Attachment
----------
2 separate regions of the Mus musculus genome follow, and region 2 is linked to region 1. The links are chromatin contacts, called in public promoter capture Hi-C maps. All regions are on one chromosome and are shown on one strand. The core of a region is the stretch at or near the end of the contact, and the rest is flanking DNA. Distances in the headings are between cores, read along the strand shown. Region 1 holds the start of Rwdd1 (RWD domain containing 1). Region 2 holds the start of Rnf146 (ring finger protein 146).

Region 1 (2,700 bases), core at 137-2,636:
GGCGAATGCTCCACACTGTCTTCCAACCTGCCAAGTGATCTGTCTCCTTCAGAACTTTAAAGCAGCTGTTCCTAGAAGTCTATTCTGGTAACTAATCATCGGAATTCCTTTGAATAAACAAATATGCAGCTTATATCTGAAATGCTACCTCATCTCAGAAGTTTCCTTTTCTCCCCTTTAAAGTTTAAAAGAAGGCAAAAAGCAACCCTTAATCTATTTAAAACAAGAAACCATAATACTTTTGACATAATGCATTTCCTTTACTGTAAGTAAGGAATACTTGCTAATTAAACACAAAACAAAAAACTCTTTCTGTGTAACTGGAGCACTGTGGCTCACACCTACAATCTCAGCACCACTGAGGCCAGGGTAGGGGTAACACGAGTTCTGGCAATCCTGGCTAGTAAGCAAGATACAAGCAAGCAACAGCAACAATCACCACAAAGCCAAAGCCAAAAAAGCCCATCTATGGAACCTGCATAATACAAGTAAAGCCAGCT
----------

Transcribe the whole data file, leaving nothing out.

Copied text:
2 separate regions of the Mus musculus genome follow, and region 2 is linked to region 1. The links are chromatin contacts, called in public promoter capture Hi-C maps. All regions are on one chromosome and are shown on one strand. The core of a region is the stretch at or near the end of the contact, and the rest is flanking DNA. Distances in the headings are between cores, read along the strand shown. Region 1 holds the start of Rwdd1 (RWD domain containing 1). Region 2 holds the start of Rnf146 (ring finger protein 146).

Region 1 (2,700 bases), core at 137-2,636:
GGCGAATGCTCCACACTGTCTTCCAACCTGCCAAGTGATCTGTCTCCTTCAGAACTTTAAAGCAGCTGTTCCTAGAAGTCTATTCTGGTAACTAATCATCGGAATTCCTTTGAATAAACAAATATGCAGCTTATATCTGAAATGCTACCTCATCTCAGAAGTTTCCTTTTCTCCCCTTTAAAGTTTAAAAGAAGGCAAAAAGCAACCCTTAATCTATTTAAAACAAGAAACCATAATACTTTTGACATAATGCATTTCCTTTACTGTAAGTAAGGAATACTTGCTAATTAAACACAAAACAAAAAACTCTTTCTGTGTAACTGGAGCACTGTGGCTCACACCTACAATCTCAGCACCACTGAGGCCAGGGTAGGGGTAACACGAGTTCTGGCAATCCTGGCTAGTAAGCAAGATACAAGCAAGCAACAGCAACAATCACCACAAAGCCAAAGCCAAAAAAGCCCATCTATGGAACCTGCATAATACAAGTAAAGCCAGCT